2016 Top Doctor: Lindsay Skye Ackerman, M.D.

Written by Editorial Staff Category: Profiles Issue: April 2016
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Dermatology
Med School/Year Graduated: University of Arizona, 2003

Years in Practice: 8

photography by Steve Craft; Lindsay Skye Ackerman, M.D.What differentiates medical dermatology from general dermatology?
Medical dermatology is the discipline within dermatology that focuses upon those skin diseases with significant medical consequence, or those requiring treatment with significant potential risk.  We also specialize in identifying skin findings that are paramount to the discovery of internal disease.

Why did you pursue this specialty?
I chose the field of dermatology to make a meaningful impact in the quality of people’s lives – broadly, yet specifically. Dermatologists take care of men and women, the young and not-so-young. We treat patients with infections, genetic disorders, malignancies, inflammatory disorders, autoimmune disease and even those with cosmetic concerns. We have the immediate gratification of eradicating an acute ailment, and the privilege of a special relationship garnered through managing chronic diseases over years. Surgery, the microscope, physical exam, diagnostics and treatment… we really get it all!

Is being a dermatologist in Arizona like being an orthopedist at a BMX rally? Is there higher demand here?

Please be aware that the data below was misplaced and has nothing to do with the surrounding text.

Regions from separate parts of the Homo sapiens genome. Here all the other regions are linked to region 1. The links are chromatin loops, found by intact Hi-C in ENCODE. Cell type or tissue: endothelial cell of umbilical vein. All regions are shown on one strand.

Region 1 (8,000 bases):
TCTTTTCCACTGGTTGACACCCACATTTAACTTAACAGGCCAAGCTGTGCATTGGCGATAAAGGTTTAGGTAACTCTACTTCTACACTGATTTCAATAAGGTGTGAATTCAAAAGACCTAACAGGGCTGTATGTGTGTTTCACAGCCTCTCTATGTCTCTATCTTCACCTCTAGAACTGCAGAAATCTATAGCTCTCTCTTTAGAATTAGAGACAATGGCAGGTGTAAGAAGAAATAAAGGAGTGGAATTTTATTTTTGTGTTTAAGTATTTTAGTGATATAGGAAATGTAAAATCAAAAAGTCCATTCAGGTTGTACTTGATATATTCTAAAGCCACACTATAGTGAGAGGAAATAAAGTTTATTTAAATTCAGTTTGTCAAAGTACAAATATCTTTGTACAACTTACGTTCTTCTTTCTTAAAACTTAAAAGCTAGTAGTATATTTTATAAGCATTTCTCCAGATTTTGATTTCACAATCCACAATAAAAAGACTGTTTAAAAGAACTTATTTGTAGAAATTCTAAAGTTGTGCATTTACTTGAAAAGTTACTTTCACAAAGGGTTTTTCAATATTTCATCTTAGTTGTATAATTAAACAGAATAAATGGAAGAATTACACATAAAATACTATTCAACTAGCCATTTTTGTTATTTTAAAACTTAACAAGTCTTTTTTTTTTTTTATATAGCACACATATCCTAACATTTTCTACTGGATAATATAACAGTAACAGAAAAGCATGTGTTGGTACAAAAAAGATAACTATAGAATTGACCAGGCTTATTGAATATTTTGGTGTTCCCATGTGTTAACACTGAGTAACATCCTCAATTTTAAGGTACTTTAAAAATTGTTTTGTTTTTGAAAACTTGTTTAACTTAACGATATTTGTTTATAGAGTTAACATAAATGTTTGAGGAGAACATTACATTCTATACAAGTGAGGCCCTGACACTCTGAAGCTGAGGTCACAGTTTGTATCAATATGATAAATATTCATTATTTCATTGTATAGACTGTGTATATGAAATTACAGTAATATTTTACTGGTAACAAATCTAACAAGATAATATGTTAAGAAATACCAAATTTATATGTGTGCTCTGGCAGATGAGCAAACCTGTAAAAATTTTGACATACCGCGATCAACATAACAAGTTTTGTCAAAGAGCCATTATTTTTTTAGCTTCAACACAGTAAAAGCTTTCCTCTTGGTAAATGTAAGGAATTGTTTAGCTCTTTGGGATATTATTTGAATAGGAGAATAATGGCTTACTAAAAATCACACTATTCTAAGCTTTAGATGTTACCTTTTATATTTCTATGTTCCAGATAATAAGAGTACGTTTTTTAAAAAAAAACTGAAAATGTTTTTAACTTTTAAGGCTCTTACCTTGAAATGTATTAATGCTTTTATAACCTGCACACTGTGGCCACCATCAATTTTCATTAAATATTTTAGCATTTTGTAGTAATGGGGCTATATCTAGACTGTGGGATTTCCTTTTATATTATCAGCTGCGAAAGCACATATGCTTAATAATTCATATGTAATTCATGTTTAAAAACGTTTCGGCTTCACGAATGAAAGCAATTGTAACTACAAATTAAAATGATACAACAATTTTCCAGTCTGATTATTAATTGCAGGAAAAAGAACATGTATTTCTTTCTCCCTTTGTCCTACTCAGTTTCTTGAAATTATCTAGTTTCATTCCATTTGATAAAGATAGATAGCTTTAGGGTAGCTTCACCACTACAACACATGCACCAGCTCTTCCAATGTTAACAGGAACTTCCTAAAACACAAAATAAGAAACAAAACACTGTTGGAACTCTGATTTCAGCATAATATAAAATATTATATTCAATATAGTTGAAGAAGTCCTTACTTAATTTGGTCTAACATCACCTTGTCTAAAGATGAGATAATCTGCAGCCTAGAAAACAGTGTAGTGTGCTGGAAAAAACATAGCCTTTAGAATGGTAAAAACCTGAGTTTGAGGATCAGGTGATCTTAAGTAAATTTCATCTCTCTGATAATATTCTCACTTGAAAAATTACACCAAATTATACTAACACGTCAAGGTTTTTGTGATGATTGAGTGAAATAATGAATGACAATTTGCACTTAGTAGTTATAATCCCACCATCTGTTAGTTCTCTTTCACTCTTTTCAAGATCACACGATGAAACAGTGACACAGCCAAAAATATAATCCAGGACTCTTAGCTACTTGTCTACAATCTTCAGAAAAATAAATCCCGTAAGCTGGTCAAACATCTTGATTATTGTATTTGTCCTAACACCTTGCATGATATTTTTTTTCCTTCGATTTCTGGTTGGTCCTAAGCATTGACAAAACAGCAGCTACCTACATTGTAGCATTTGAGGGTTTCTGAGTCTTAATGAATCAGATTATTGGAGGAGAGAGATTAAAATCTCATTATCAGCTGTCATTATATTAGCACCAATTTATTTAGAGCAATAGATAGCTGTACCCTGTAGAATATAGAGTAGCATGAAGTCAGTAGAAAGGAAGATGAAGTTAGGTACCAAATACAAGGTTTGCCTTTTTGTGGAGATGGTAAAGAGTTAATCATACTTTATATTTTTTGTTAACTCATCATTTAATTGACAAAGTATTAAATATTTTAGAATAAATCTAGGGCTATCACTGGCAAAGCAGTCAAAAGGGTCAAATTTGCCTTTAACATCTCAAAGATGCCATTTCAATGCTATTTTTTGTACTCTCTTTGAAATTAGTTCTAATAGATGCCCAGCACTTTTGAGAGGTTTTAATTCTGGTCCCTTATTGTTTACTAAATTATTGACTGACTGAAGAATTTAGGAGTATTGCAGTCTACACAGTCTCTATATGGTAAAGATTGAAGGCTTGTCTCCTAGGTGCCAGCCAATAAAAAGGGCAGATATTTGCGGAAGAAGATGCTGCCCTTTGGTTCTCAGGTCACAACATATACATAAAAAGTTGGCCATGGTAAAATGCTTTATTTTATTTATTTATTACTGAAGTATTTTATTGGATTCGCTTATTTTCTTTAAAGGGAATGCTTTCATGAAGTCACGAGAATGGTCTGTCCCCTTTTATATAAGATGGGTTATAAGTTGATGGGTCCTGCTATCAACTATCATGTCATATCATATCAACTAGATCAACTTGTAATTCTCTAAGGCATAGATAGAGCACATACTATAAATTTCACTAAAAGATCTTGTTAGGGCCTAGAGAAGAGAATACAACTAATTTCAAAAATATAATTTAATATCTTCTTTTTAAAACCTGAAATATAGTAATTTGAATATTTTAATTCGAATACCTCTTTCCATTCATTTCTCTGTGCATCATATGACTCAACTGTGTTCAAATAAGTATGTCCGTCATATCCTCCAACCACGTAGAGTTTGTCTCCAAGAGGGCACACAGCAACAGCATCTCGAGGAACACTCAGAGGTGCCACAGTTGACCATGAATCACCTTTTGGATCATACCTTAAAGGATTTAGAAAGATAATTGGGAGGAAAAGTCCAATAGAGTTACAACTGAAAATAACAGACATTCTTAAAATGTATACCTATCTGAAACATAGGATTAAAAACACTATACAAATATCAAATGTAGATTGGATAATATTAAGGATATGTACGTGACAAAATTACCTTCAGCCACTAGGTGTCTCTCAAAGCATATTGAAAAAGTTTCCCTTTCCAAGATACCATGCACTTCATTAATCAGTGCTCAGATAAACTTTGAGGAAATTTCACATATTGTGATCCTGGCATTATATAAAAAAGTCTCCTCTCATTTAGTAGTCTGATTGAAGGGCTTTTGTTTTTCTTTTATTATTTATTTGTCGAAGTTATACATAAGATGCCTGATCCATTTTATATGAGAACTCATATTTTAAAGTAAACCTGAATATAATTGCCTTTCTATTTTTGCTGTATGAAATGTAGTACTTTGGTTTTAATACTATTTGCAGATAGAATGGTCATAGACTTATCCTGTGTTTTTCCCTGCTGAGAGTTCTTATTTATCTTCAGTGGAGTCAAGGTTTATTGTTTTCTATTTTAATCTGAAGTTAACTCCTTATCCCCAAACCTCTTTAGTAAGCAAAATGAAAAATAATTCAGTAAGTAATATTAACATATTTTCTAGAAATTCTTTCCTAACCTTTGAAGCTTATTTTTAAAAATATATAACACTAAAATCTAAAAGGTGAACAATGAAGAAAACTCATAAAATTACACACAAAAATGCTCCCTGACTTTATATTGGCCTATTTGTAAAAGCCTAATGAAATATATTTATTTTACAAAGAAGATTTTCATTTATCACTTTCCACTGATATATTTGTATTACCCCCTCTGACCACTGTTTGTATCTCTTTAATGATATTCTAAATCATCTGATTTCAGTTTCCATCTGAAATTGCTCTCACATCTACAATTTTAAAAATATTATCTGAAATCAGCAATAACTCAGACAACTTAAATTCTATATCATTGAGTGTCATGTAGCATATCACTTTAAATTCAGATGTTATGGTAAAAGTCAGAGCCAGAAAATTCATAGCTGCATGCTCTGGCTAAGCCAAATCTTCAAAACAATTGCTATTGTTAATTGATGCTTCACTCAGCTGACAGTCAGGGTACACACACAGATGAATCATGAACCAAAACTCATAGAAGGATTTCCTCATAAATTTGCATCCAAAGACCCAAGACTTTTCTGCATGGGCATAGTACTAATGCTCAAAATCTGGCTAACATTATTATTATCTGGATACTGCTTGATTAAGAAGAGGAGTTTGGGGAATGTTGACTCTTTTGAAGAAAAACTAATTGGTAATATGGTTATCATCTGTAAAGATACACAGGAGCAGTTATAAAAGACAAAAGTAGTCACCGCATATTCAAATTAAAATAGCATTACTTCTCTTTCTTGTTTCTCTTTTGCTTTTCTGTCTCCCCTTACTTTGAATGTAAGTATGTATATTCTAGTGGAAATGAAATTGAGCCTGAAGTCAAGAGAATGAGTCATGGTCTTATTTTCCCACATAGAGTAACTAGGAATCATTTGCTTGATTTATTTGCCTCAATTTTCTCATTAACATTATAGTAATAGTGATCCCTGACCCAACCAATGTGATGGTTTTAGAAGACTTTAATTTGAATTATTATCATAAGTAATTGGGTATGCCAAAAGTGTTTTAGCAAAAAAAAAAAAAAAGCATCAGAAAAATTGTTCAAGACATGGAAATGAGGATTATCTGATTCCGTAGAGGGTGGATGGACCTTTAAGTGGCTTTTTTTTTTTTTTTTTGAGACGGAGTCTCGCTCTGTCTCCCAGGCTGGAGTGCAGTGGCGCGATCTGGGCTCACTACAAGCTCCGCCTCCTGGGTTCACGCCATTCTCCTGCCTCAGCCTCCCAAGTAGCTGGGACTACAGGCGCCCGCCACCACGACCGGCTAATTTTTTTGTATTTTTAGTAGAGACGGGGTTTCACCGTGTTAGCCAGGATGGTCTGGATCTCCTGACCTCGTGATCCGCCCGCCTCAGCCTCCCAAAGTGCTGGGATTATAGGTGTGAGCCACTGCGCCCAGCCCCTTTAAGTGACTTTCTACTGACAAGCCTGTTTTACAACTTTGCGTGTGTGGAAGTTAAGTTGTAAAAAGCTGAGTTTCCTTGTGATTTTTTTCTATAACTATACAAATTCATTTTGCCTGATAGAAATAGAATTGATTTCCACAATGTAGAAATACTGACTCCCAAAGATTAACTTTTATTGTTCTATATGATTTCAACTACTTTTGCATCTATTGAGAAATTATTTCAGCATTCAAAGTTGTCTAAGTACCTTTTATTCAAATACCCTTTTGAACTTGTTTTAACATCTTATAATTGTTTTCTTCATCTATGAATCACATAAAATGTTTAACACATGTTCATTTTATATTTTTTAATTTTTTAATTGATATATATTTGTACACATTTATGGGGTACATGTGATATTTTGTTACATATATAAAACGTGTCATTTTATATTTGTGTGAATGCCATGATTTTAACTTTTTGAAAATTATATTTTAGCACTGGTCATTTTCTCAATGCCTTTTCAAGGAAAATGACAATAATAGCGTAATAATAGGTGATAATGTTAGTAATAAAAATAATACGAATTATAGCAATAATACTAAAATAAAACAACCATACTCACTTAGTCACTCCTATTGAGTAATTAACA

Absolutely. However, we have a skin cancer epidemic in the [whole] U.S. Subsequently, we are actually very much in demand everywhere.

When should we begin having skin-cancer checkups?
Unlike screening for many other types of cancer, definitive guidelines don’t exist for skin cancer screening. If one has a strong family history of skin cancer, a history of ample unprotected exposure to UV light, or other risk factors such as organ transplantation, it is advisable to be evaluated by a dermatologist who can then direct the appropriate frequency for ongoing surveillance.

Do you feel pressure to have picture-perfect skin?
Not really. I am actually very “human.” If you catch me on the weekend with my kids at the park, I’ll be without makeup, and my hair likely in a ponytail – but of course with sunscreen and a hat.

Should Phoenicians always wear sunscreen?
Sunscreen or other forms of photoprotection (sun-protective clothing, hats, shade devices) are recommended [from] 9 a.m.-5 p.m. most months of the year in Arizona. Both sunburns and increasing cumulative doses of UV light with incidental exposures increase the risk of skin cancer.

Are there any foods one can eat that especially help the skin look healthy?
Avoiding foods with a high glycemic index is one of the more important dietary interventions to improve skin health. Vitamin D supplementation may help reduce the risk of melanoma. Most foods that are good for general health are also good for the largest organ in your body, the skin!

Any exciting new treatments or techniques on the horizon?
Dermatology is an impressively scientific field. We continue to unravel the complicated mysteries behind various disease states. Targeted immunotherapies offer us the benefit of directing our therapeutic interventions more precisely, improving outcomes and reducing risk. Translational genomics assist us in understanding why one person may respond more favorably to one version of a drug versus another, which helps us more reliably predict responses to therapy, reducing the cost of healthcare to the system at large.  

“If I wasn’t a doctor, I’d be...”  
A professional basketball player – point guard.